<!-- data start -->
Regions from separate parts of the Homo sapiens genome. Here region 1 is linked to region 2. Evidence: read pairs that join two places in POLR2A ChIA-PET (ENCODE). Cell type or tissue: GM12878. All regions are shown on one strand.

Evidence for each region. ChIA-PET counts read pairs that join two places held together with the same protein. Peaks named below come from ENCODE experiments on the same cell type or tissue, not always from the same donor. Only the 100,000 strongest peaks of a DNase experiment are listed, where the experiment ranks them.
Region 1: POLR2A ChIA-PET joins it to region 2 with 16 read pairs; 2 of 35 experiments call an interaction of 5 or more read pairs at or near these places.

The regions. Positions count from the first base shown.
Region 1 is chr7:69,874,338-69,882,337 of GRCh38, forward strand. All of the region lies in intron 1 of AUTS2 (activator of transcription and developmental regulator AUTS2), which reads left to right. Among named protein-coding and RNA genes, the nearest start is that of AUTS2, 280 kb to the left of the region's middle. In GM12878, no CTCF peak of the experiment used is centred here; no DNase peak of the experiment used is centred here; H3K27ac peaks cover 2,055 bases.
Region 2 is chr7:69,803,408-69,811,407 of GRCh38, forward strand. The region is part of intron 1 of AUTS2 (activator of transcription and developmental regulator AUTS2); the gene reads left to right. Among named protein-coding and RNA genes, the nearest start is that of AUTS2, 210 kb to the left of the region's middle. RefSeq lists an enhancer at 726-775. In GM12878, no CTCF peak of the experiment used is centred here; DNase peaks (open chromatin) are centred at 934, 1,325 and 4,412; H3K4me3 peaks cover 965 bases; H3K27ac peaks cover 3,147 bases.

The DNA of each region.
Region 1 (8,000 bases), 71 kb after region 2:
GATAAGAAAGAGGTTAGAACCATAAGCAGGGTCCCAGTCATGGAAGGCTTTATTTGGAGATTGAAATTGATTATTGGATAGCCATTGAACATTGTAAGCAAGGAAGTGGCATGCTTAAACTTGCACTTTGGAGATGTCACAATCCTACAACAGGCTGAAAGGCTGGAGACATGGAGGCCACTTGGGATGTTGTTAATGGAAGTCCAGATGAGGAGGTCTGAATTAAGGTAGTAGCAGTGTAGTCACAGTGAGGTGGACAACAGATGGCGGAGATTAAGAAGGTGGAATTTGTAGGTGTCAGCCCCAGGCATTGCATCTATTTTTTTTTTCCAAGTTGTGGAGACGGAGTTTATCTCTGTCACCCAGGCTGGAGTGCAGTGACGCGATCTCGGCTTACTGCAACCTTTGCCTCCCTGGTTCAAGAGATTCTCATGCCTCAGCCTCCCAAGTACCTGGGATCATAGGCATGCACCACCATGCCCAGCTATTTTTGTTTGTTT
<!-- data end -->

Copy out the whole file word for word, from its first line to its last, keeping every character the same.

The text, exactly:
Regions from separate parts of the Homo sapiens genome. Here region 1 is linked to region 2. Evidence: read pairs that join two places in POLR2A ChIA-PET (ENCODE). Cell type or tissue: GM12878. All regions are shown on one strand.

Evidence for each region. ChIA-PET counts read pairs that join two places held together with the same protein. Peaks named below come from ENCODE experiments on the same cell type or tissue, not always from the same donor. Only the 100,000 strongest peaks of a DNase experiment are listed, where the experiment ranks them.
Region 1: POLR2A ChIA-PET joins it to region 2 with 16 read pairs; 2 of 35 experiments call an interaction of 5 or more read pairs at or near these places.

The regions. Positions count from the first base shown.
Region 1 is chr7:69,874,338-69,882,337 of GRCh38, forward strand. All of the region lies in intron 1 of AUTS2 (activator of transcription and developmental regulator AUTS2), which reads left to right. Among named protein-coding and RNA genes, the nearest start is that of AUTS2, 280 kb to the left of the region's middle. In GM12878, no CTCF peak of the experiment used is centred here; no DNase peak of the experiment used is centred here; H3K27ac peaks cover 2,055 bases.
Region 2 is chr7:69,803,408-69,811,407 of GRCh38, forward strand. The region is part of intron 1 of AUTS2 (activator of transcription and developmental regulator AUTS2); the gene reads left to right. Among named protein-coding and RNA genes, the nearest start is that of AUTS2, 210 kb to the left of the region's middle. RefSeq lists an enhancer at 726-775. In GM12878, no CTCF peak of the experiment used is centred here; DNase peaks (open chromatin) are centred at 934, 1,325 and 4,412; H3K4me3 peaks cover 965 bases; H3K27ac peaks cover 3,147 bases.

The DNA of each region.
Region 1 (8,000 bases), 71 kb after region 2:
GATAAGAAAGAGGTTAGAACCATAAGCAGGGTCCCAGTCATGGAAGGCTTTATTTGGAGATTGAAATTGATTATTGGATAGCCATTGAACATTGTAAGCAAGGAAGTGGCATGCTTAAACTTGCACTTTGGAGATGTCACAATCCTACAACAGGCTGAAAGGCTGGAGACATGGAGGCCACTTGGGATGTTGTTAATGGAAGTCCAGATGAGGAGGTCTGAATTAAGGTAGTAGCAGTGTAGTCACAGTGAGGTGGACAACAGATGGCGGAGATTAAGAAGGTGGAATTTGTAGGTGTCAGCCCCAGGCATTGCATCTATTTTTTTTTTCCAAGTTGTGGAGACGGAGTTTATCTCTGTCACCCAGGCTGGAGTGCAGTGACGCGATCTCGGCTTACTGCAACCTTTGCCTCCCTGGTTCAAGAGATTCTCATGCCTCAGCCTCCCAAGTACCTGGGATCATAGGCATGCACCACCATGCCCAGCTATTTTTGTTTGTTT